A VIETNAMESE man who controlled a work force of illegal immigrants as 'gardeners' to cultivate cannabis inside an empty city leisure centre in made a profit of more than £750,000, a court has heard.

Toi Van Le, 54, had played a leading role in a nationwide conspiracy over a 10 year period with the potential to produce several million pounds worth of cannabis.

He turned the abandoned Underwood Leisure Centre in Newport into a cannabis factory capable of producing drugs with a street value of around £1.6 million.

It was part of an "extensive and audacious" drugs operation and in August, 2014, police raided the premises on Waltwood Road in Llanmartin and found cannabis being expertly grown on an 'industrial scale'.

All the necessary equipment - estimated to have cost £30,000 - was in 10 growing areas of the huge building.

There was also living accommodation and three 'gardeners' - who were all illegal Vietnamese immigrants - were arrested.

Police were able to link Van Le, who had lived in Telford and had addresses in Birmingham and London, to the leisure centre from the Satnav device in his Audi car which featured a post code for the area and CCTV cameras put the car near the premises in April, 2014.

Movement of the phone of one of the arrested men had travelled between Telford and Gwent at same time as Van Le's Audi.

The phone had been 'topped up' at Strensham Services on the southbound side of the M5 motorway as the two men travelled together.

Another gardener had left a phone at the premises which revealed text messages and details of Van Le's Telford address and post code.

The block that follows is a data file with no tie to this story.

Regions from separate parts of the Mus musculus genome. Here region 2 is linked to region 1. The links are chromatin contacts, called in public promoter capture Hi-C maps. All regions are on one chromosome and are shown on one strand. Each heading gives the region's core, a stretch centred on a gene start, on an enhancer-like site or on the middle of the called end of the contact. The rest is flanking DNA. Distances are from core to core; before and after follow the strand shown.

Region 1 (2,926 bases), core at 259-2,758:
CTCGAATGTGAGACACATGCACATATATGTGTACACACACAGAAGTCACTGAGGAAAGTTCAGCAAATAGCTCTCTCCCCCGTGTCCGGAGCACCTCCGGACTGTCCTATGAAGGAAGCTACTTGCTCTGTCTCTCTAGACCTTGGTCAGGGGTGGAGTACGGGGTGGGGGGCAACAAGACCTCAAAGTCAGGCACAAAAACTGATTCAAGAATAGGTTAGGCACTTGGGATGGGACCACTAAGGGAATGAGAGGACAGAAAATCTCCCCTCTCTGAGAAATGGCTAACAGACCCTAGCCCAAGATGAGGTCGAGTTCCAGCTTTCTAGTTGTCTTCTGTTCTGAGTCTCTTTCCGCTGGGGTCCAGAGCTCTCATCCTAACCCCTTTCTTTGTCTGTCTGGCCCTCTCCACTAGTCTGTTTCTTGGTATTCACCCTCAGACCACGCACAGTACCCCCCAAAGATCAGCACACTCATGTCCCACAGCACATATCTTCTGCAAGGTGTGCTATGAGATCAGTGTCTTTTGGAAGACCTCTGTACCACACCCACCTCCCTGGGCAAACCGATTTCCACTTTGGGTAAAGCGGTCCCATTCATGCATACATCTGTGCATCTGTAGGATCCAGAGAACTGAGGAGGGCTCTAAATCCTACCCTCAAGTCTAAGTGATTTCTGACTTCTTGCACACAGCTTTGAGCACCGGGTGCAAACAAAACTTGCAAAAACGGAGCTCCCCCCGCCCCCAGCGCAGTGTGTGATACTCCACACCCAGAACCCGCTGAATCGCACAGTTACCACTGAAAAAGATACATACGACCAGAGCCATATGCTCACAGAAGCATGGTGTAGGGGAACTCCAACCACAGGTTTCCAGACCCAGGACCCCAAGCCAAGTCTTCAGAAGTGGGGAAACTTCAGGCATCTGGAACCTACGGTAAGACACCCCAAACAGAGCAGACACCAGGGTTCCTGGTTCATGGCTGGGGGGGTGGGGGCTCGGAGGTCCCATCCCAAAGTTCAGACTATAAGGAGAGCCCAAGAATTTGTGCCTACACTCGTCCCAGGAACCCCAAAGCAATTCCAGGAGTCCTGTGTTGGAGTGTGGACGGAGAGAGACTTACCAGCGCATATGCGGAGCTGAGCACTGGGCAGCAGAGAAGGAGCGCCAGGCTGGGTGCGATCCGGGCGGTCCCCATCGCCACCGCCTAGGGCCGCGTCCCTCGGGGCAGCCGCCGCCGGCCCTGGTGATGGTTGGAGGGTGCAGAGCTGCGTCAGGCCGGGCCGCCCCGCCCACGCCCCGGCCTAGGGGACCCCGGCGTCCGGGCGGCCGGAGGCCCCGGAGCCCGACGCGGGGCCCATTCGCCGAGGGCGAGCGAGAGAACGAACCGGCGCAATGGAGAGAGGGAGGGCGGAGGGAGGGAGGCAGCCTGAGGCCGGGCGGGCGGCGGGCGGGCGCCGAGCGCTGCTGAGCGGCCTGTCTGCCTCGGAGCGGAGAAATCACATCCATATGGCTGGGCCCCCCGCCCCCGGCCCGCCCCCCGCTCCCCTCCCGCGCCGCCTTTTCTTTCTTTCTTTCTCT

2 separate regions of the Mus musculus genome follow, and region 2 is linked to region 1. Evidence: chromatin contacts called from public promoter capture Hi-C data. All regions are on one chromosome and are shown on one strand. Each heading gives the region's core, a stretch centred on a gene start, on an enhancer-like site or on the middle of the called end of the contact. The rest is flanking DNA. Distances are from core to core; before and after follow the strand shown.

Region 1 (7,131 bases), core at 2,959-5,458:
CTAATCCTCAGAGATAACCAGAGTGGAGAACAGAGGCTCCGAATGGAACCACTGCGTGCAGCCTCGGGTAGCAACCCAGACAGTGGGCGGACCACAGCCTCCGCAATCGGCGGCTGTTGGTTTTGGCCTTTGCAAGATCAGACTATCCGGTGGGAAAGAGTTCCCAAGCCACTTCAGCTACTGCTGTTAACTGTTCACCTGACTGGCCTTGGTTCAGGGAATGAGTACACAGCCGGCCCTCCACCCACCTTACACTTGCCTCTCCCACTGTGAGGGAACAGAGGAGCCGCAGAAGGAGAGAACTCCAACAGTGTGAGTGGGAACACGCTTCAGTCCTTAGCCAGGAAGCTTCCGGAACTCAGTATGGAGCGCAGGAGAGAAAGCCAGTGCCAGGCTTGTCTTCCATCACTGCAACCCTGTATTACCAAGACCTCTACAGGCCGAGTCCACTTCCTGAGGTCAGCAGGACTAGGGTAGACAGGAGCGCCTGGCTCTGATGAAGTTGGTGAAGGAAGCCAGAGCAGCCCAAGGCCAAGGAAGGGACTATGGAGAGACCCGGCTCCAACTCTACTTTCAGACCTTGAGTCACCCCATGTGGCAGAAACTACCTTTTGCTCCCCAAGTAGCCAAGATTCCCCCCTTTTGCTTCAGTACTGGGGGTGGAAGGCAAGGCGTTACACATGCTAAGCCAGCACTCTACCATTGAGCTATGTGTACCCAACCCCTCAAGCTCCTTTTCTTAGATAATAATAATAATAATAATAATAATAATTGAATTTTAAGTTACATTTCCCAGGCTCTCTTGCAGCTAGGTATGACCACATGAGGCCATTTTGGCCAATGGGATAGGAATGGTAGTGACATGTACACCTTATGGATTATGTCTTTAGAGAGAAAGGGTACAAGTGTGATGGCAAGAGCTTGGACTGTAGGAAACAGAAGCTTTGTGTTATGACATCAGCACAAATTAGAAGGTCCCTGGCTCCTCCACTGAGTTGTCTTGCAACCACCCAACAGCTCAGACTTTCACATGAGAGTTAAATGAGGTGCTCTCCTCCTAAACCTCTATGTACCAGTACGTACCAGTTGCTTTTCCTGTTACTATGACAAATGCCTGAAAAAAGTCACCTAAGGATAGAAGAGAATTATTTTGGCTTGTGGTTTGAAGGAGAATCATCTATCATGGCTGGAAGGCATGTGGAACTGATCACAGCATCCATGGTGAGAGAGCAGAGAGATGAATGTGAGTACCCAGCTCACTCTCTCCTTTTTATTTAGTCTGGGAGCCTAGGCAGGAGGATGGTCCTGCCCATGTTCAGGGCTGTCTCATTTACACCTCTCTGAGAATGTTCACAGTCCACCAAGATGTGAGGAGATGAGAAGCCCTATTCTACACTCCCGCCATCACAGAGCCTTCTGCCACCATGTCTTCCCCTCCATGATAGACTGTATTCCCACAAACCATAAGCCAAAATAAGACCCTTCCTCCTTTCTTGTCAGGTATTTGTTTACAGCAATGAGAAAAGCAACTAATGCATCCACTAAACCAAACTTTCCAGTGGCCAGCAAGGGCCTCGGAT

In addition Van Le was involved in controlling cannabis production at properties in Telford, Birmingham, Burton-upon-Trent and Stoke-on-Trent, an empty bank in Grimsby and a former doctor's surgery in Cumbria, between January, 2006, and May 2016.

Analysis of CCTV footage and mobile phone data and satellite navigation systems had showed Van Le moving around the relevant areas of the country.

At a Proceeds of Crime hearing at Shrewsbury Crown Court this week it was revealed that a lengthy financial investigation by West Mercia police found Van Le had limited realisable assets.

Judge Peter Barrie was told that Van Le's benefit had been calculated to be around £769,500, which included £14,250 worth of drugs recovered by police.

Van Le, who is serving an 11 year and 10 months jail sentence for his crimes, did not attend the hearing, and was ordered to pay just £6,100 - money recovered from a bank account and the sale of an Audi car, valued at £2,000.

Judge Barrie said that the confiscation order must be paid in full by July this year or Van Le will serve an additional three-months in prison in default.

He may face deportation when he completes sentence imposed by Judge Barrie in December, 2016, after he was convicted of nine charges of conspiring to produce cannabis following a 17-day trial.

Passing sentence Judge Barrie had described Van Le as a 'valued and trusted' member of a team producing skunk cannabis on both a commercial and industrial scale.